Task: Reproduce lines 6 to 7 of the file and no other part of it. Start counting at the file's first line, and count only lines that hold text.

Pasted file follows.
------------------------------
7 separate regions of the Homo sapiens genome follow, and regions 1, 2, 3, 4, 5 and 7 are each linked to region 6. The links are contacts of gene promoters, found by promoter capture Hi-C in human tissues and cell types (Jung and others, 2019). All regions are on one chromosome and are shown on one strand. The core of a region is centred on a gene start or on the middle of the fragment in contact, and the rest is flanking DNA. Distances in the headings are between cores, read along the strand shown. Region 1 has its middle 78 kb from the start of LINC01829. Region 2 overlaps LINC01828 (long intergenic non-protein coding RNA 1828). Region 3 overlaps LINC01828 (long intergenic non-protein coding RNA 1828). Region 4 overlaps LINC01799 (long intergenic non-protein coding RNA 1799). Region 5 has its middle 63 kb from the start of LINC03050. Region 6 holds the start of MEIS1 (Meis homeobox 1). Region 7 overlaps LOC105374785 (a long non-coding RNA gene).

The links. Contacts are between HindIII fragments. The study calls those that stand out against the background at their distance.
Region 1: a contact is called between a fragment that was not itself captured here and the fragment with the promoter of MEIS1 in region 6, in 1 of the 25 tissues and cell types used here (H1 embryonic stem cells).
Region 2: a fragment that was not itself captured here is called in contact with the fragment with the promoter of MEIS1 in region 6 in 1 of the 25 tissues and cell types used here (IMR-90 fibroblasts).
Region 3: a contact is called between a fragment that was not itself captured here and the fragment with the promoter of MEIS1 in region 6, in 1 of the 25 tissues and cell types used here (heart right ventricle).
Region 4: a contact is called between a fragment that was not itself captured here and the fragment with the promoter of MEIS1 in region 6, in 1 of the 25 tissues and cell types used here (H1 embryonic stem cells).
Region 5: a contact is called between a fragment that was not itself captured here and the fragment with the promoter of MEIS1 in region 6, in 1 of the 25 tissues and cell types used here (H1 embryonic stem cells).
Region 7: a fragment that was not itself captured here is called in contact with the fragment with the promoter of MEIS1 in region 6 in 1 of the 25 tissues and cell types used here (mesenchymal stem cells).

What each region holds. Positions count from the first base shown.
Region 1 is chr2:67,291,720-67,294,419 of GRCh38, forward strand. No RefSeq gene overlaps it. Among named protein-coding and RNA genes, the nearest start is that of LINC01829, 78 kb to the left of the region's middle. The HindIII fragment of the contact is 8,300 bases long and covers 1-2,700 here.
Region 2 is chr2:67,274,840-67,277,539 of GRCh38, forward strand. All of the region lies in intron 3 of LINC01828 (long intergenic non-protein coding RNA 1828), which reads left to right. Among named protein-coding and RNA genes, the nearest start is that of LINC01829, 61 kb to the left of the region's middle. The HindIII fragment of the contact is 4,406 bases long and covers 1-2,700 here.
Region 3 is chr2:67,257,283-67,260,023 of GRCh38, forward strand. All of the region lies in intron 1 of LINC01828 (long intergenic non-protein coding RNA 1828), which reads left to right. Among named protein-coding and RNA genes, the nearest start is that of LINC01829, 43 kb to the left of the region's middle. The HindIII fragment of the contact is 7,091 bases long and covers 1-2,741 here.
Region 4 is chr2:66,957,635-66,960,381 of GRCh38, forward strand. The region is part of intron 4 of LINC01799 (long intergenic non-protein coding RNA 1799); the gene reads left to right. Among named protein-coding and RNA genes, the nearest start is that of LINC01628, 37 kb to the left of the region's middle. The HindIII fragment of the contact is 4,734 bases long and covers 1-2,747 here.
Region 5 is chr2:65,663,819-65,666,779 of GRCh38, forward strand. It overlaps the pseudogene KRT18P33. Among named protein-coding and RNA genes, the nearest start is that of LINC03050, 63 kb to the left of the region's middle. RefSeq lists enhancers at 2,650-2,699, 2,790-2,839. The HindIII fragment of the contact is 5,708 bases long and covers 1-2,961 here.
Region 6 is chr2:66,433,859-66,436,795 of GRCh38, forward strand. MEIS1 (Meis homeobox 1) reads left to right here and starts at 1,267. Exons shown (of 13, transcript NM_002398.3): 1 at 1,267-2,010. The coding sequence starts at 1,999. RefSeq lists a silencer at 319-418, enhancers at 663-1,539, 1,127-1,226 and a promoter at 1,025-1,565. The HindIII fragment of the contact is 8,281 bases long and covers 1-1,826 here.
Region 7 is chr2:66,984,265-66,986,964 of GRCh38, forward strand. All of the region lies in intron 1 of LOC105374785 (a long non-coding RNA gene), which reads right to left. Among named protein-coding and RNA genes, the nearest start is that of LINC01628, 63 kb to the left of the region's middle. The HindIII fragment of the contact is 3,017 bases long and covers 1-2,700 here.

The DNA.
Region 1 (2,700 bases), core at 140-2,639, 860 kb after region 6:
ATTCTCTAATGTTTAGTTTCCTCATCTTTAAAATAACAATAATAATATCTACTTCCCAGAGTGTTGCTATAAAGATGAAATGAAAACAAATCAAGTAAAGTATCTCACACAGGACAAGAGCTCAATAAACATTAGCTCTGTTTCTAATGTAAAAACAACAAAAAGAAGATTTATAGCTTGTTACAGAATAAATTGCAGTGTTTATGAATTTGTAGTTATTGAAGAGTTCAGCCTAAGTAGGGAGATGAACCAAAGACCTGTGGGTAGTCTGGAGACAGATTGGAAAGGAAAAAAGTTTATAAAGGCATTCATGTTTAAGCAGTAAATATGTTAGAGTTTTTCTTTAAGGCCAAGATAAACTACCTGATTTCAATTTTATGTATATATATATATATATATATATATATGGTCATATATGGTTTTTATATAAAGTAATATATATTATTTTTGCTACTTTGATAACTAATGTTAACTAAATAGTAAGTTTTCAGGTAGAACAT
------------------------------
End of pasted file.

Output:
Region 4: a contact is called between a fragment that was not itself captured here and the fragment with the promoter of MEIS1 in region 6, in 1 of the 25 tissues and cell types used here (H1 embryonic stem cells).
Region 5: a contact is called between a fragment that was not itself captured here and the fragment with the promoter of MEIS1 in region 6, in 1 of the 25 tissues and cell types used here (H1 embryonic stem cells).